The ending felt very anticlimactic, though I think I probably would have thought so less ten or more years ago. I think, though, that Lewis deserved an anticlimactic, peaceful ending. However, I know that he will have more adventures in the John Bellairs books I plan to read next.
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As most of you dear readers know, I love ghost stories. About half of my reviews consist of ghost or paranormal stories. They are probably my favorite things to read in the whole world.
You might be asking, A. Siegel, why ghost stories? I often ask myself this question, and upon thinking of some answers, I thought I would share them with you.
First I’d like to answer “why ghost stories?” for me personally.
Most importantly, I think that they are fun! I love reading these stories, imagining I am the one exploring the haunted house or the haunted woods, trapped in the dark with some unknown presence that could end or change my life forever. And that oh so wonderful creepy feeling! It is my favorite feeling reading a book.
Really, though, I think my love for these stories stems back to my love and interest in ghosts in general. I think I always believed in ghosts in some capacity, but I never was truly intrigued by ghosts until I was around eleven years old. I think it must have been an episode of Ghost Hunters or some such show that triggered my hours and hours of researching reported hauntings of famous sites, of ways to tell when there was a ghost, of the scientific proof that evidenced these spirits. Suffice it to say, it had become an obsession that is with me to this day.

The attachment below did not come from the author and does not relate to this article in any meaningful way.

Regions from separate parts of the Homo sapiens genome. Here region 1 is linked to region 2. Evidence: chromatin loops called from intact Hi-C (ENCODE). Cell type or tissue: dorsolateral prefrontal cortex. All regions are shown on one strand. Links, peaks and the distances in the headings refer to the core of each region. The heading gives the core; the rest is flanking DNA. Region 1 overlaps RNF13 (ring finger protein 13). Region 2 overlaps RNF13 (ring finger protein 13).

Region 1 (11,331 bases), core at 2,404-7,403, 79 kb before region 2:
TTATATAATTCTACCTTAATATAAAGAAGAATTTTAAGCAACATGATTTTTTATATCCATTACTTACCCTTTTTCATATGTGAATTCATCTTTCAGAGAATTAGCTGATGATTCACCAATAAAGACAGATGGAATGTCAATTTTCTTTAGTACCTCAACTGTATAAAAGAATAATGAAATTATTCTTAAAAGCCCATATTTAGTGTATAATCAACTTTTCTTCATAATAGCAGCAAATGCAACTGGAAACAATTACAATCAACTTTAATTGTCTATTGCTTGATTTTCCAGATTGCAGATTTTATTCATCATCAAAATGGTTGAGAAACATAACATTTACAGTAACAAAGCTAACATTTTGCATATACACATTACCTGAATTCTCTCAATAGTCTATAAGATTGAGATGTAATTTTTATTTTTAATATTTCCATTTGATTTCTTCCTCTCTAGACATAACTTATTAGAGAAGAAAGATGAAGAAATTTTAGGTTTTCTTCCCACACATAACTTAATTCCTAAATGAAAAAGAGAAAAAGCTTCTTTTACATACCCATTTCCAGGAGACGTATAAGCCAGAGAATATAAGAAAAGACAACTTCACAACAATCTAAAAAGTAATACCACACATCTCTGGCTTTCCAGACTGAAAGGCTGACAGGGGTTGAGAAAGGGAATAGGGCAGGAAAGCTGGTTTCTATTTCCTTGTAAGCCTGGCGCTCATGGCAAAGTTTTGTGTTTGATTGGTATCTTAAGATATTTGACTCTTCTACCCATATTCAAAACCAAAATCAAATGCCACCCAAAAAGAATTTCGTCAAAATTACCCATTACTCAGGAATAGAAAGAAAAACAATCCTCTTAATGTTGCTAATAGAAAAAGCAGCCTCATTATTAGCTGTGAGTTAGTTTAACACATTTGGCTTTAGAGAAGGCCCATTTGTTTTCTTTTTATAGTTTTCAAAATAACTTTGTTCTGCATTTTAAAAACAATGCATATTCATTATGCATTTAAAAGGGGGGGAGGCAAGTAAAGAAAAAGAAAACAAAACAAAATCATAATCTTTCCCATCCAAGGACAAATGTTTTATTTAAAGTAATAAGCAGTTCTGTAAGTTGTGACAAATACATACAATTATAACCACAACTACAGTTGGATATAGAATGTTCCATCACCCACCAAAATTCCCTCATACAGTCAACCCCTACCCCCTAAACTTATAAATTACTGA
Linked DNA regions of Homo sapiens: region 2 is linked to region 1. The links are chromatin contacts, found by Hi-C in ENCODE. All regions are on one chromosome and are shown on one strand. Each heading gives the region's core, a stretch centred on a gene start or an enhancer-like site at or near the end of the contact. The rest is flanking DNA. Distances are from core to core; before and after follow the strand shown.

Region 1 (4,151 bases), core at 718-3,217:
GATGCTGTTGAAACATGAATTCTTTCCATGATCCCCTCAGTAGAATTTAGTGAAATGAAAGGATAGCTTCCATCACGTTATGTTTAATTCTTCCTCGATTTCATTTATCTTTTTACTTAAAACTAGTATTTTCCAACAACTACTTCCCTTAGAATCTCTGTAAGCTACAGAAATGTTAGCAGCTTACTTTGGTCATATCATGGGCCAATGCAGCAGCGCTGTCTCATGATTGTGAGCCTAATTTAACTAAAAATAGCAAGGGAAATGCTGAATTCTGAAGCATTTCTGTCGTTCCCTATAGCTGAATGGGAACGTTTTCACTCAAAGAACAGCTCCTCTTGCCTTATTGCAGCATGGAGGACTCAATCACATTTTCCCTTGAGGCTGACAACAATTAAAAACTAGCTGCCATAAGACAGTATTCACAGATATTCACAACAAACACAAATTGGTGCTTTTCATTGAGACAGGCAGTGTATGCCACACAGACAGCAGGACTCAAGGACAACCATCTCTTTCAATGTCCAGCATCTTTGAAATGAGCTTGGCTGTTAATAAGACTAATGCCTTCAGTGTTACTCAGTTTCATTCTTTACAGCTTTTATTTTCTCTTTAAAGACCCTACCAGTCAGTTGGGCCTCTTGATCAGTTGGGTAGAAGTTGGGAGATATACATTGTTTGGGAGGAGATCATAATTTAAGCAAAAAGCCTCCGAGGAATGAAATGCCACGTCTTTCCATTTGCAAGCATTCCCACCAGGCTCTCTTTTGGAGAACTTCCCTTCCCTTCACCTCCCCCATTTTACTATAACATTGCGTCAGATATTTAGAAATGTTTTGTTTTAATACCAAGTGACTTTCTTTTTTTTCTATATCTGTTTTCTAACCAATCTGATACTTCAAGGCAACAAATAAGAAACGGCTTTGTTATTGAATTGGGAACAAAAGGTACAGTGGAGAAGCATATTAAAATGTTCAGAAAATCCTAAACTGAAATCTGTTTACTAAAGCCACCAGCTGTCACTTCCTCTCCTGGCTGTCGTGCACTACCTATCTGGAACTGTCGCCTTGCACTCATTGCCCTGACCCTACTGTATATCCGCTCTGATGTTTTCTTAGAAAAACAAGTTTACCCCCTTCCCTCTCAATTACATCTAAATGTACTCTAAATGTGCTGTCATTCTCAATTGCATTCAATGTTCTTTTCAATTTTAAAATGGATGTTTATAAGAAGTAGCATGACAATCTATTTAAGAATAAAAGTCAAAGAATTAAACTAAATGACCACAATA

As I’ve gotten older, though, the energy that I had to try to find ghosts has calmed down a little. Now, my energy is spent in finding all the great ghost stories ever told! And believe you me, that is the most fun.
Next I will try very hard to answer the other aspect of “why ghost stories?”
Why are ghost stories important?
For a more academic and well-researched answer to this question, I recommend reading The Ghost by Susan Owens, which talks about the history of ghosts in human minds, art, and literature. However, I want to attempt to answer this from my own observations.
Ghosts have been on the minds of humans even before writing was a thing, and, of course, we know that humans have always had a perfectly understandable obsession with what happens when we die. I think the best answer that we have for why it is such an obsession even now is said very well by Susan Owens: “[Ghosts] remain as elusive as ever, and we still have no more idea now of what they are” than people did thousands, even hundreds of years ago. And I think that’s why humans chase ghosts.
Humans are always searching for what they don’t know – hell, people are still trying to figure out what dark matter is, and that is even farther away from us than ghosts are supposed to be. I think ghosts add one more thing on our own planet, even in our own psyches that we still haven’t figured out yet, and I think that is beautiful. I think it’s important that humans keep striving to figure out the mysteries of the world, and part of me is glad that ghosts are so unattainable. The other part of me, of course, wishes that I could have a conversation with a ghost. Maybe someday!